Tidy Kiwi (TK) was born in the late 1960s at a time when tossing your takeaways out the car window was the normal thing to do. Kiwis and tourists alike embraced TK - unifying all of us as kaitiaki (guardians) - and giving birth to New Zealand's clean green identity. TK has had several incarnations over the years,
but nothing definitive in over a decade.
The Auckland Litter Prevention Steering group was formed in 2013 to revitalise TK so that a new generation of New Zealanders can discover this iconic identity and come together to protect what we love. We're a collection of central and local government funders on a mission to bring TK back to life.
Will you join us? We've spoken to thousands to develop a new identity for TK and we encourage you to share it.
We've partnered with the Love NZ (recycling) brand and secured significant funding through MfE's Waste Minimisation Fund for a three year behaviour change and consumer awareness campaign. Aside from this outreach, we will aslo be piloting smart technology bins and schools education messaging around the country.
We want all New Zealanders, young and old to dispose of their rubbish properly - because that's how we do things around here.
One of the most important groups we consulted regarding Tidy Kiwi was children. In 2016, the ALPSG began to reach out to schools around the country with a postcard survey. The response was both overwhelming and extremely gratifying. Over 16,000 students from more than 115 schools participated. Here is a taste of the responses:
“Being a tidy kiwi makes me feel grand. Also makes me feel extraordinary,”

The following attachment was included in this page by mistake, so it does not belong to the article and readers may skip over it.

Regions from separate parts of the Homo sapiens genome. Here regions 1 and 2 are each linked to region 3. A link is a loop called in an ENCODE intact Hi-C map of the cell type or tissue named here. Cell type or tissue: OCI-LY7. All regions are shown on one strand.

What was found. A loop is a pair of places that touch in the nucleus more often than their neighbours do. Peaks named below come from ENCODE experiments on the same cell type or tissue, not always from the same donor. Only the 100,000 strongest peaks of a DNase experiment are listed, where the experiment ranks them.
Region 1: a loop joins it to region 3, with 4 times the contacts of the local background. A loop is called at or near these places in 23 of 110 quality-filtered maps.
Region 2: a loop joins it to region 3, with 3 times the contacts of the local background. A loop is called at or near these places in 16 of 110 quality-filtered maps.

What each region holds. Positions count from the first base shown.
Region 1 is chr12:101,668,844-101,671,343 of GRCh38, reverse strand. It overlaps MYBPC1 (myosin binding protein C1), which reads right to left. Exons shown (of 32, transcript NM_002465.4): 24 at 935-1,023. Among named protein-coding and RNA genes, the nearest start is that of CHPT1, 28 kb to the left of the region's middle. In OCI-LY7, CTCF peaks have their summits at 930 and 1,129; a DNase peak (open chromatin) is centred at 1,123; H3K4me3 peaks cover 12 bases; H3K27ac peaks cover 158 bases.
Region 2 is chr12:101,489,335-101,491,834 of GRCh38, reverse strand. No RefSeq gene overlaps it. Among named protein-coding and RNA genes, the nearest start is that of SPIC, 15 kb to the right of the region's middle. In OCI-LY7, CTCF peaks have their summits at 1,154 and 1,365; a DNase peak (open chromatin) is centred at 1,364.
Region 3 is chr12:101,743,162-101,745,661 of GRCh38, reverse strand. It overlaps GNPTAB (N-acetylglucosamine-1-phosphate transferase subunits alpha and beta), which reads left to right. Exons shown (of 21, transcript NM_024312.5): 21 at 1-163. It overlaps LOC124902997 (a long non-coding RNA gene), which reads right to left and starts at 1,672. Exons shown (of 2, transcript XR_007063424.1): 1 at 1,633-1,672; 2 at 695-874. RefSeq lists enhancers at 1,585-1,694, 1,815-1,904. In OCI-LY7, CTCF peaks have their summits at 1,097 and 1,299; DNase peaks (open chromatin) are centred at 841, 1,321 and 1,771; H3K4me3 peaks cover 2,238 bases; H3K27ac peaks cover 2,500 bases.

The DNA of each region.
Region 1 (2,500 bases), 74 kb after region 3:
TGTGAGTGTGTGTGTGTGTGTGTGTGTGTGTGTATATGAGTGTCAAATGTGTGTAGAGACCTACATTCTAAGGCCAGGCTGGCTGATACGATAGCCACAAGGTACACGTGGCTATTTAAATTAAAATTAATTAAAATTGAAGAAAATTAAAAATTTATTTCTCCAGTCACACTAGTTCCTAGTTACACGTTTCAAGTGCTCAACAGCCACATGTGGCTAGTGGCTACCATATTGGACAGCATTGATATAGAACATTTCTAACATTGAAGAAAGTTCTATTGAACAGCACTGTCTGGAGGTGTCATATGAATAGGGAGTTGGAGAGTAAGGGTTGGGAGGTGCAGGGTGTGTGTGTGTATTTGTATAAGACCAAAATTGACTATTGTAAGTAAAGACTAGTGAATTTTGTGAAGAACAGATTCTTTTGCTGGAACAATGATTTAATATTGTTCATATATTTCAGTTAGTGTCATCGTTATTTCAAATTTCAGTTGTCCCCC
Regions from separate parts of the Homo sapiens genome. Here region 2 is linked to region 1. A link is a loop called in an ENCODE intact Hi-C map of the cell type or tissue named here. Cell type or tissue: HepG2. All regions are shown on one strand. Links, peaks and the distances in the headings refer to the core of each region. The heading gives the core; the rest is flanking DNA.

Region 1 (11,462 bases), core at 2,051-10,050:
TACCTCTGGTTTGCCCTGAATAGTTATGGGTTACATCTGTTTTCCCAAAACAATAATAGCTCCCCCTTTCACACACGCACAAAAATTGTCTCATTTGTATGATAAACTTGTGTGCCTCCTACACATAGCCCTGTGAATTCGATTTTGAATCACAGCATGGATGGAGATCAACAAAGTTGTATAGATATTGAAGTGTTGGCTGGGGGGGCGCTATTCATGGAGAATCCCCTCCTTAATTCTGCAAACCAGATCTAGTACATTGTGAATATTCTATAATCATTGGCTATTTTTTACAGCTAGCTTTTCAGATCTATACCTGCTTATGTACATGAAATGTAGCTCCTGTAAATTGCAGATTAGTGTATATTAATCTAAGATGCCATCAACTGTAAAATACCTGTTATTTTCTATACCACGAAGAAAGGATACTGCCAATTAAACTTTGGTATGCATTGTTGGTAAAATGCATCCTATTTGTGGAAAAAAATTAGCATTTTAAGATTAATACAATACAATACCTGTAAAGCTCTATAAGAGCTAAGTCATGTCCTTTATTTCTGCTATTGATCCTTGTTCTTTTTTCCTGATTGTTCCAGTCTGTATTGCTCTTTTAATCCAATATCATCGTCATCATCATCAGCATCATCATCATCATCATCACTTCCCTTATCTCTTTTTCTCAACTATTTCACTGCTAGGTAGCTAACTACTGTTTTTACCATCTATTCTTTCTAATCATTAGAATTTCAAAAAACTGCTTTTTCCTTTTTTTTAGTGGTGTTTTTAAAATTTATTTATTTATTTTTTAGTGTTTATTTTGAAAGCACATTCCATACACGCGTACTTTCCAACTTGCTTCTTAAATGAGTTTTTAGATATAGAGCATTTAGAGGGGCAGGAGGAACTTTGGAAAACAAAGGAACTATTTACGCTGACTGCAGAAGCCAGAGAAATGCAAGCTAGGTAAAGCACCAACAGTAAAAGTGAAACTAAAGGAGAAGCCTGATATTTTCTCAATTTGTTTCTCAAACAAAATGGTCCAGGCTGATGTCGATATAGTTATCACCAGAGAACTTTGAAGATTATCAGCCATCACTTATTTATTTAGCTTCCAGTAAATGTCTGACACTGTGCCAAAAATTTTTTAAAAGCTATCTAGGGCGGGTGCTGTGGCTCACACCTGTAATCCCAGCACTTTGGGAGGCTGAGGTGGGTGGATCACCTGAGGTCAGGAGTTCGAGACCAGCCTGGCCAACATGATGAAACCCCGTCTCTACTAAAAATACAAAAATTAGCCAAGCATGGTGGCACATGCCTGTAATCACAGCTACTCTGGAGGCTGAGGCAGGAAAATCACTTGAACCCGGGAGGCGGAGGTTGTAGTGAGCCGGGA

- 10 year old girl, Te Kauwhata.
“Being a tidy kiwi means doing things like: Keeping the world tidy; Making sure you put rubbish in the bin; Picking up your rubbish and others if it's on the ground; Recycling,”
- 12 year old girl, Christchurch.
“Being a tidy kiwi makes me feel like the happiest, cleanest superhero who helps the environment,”
– 8 year old boy, Wellington.
“Being a tidy kiwi makes me feel like I’ve done a humongous thing to make the world a better place. It makes me feel proud,”
- 8 year old girl, Auckland.
We're about to develop a range of activities specifically for the classroom. If you would like to get your school involved, drop us a line using the contact info below.
Tidy Kiwi chose the Clean Communities Assessment Tool or CCAT as the primary tool for measuring litter and littering behaviour, using greater Auckland as our pilot region. Efforts at litter prevention are measured by rating landscaping, bin design, maintenance and servicing, as well as other features within the control of owners or caretakers that influence littering, bin use and litter accumulation.
CCAT differs from traditional litter counts in the following ways:
Feel free to email us to provide some feedback on our new logo, give us suggestions for new ways to stop people littering, or to just say hello!